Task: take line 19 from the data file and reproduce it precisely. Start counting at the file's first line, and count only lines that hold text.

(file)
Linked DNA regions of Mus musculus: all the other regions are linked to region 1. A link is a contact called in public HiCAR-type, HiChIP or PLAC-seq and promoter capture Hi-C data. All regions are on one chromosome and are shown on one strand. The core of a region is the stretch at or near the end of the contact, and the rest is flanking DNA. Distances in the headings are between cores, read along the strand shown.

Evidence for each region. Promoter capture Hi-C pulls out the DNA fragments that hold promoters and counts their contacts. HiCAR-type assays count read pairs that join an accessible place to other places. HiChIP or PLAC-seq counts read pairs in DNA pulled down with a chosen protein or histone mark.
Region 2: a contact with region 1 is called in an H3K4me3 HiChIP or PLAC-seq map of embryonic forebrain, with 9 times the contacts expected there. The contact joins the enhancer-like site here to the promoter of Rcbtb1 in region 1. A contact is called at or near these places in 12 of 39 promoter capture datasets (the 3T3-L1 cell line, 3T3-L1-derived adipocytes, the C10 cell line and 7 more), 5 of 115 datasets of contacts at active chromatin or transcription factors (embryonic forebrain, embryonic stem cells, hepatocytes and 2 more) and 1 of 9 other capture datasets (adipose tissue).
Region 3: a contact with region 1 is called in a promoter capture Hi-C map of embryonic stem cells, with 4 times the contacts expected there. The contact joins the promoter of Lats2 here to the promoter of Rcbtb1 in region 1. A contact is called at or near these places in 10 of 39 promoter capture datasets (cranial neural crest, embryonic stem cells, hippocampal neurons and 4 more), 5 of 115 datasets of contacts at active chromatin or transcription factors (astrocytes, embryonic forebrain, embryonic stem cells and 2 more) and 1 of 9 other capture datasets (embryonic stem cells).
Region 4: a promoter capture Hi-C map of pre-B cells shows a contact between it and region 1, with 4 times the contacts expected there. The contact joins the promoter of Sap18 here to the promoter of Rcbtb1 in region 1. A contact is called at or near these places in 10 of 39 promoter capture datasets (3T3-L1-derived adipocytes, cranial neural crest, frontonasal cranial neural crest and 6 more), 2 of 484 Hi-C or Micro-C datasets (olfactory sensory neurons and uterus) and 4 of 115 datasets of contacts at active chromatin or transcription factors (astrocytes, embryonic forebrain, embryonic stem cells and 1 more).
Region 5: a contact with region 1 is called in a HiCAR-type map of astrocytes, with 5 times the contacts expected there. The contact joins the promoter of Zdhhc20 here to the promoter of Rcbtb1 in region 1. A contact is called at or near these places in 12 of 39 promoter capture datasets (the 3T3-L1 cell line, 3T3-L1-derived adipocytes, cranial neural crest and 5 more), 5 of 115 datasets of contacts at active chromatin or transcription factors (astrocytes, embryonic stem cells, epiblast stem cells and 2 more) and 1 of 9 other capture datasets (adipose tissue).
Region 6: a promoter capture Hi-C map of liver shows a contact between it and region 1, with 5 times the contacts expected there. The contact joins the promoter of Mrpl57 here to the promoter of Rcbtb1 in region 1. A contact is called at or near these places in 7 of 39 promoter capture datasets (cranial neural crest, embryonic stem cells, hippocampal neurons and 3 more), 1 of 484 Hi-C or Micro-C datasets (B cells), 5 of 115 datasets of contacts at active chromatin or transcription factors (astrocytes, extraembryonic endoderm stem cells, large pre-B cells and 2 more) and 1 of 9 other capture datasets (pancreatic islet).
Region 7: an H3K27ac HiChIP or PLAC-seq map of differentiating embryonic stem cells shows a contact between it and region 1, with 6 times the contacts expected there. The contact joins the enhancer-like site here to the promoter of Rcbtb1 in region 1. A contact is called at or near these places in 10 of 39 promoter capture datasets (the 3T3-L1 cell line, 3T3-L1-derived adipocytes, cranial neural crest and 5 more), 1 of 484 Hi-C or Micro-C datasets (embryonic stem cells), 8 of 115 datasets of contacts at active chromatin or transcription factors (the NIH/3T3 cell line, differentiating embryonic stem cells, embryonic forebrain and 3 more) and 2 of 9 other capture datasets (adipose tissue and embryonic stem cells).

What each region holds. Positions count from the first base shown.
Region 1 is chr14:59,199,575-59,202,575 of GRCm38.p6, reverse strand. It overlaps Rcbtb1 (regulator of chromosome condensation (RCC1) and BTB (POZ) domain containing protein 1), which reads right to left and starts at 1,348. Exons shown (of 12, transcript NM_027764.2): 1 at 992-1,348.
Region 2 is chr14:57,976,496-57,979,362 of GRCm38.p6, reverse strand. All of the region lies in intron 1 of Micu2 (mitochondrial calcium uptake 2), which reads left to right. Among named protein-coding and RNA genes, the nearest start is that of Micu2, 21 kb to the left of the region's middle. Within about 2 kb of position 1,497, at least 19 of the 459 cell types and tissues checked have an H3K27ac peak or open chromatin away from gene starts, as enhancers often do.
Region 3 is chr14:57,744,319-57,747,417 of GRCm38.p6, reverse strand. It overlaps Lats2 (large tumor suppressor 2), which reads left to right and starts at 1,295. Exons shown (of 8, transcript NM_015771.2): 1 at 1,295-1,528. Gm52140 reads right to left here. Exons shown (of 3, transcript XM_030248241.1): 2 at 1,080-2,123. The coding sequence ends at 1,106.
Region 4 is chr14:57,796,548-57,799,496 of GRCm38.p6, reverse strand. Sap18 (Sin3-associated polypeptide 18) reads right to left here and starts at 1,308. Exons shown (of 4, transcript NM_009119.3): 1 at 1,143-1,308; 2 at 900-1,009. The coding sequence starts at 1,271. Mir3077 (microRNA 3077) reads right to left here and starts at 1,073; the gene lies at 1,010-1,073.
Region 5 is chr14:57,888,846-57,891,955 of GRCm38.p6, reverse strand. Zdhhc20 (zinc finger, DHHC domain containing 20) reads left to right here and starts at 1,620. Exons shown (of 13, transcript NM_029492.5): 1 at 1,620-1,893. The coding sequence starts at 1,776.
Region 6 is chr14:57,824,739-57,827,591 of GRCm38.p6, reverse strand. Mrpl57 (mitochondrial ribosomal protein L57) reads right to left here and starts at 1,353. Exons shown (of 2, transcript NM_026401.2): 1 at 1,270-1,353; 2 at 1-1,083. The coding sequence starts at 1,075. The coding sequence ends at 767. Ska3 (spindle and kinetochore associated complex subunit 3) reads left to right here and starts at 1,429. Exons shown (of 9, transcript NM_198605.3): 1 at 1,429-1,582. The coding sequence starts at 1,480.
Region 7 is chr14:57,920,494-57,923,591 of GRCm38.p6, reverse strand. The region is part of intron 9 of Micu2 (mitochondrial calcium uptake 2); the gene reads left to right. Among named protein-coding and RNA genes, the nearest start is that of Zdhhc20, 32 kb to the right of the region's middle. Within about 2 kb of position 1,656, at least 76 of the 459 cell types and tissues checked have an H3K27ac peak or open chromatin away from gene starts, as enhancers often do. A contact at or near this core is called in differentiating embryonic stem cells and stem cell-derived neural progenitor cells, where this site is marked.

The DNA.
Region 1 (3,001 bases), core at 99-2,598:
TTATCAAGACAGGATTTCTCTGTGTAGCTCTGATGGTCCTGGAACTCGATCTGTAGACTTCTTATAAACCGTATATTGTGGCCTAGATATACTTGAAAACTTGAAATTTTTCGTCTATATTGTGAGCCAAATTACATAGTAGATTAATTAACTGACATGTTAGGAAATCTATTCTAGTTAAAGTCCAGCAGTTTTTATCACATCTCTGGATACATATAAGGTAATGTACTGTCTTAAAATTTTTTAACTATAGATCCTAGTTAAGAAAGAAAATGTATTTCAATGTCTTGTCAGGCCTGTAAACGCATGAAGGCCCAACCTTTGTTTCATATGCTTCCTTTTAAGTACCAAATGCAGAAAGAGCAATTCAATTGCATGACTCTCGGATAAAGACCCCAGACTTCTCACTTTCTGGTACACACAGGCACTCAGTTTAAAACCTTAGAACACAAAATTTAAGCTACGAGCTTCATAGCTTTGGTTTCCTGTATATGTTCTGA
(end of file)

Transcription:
TTATCAAGACAGGATTTCTCTGTGTAGCTCTGATGGTCCTGGAACTCGATCTGTAGACTTCTTATAAACCGTATATTGTGGCCTAGATATACTTGAAAACTTGAAATTTTTCGTCTATATTGTGAGCCAAATTACATAGTAGATTAATTAACTGACATGTTAGGAAATCTATTCTAGTTAAAGTCCAGCAGTTTTTATCACATCTCTGGATACATATAAGGTAATGTACTGTCTTAAAATTTTTTAACTATAGATCCTAGTTAAGAAAGAAAATGTATTTCAATGTCTTGTCAGGCCTGTAAACGCATGAAGGCCCAACCTTTGTTTCATATGCTTCCTTTTAAGTACCAAATGCAGAAAGAGCAATTCAATTGCATGACTCTCGGATAAAGACCCCAGACTTCTCACTTTCTGGTACACACAGGCACTCAGTTTAAAACCTTAGAACACAAAATTTAAGCTACGAGCTTCATAGCTTTGGTTTCCTGTATATGTTCTGA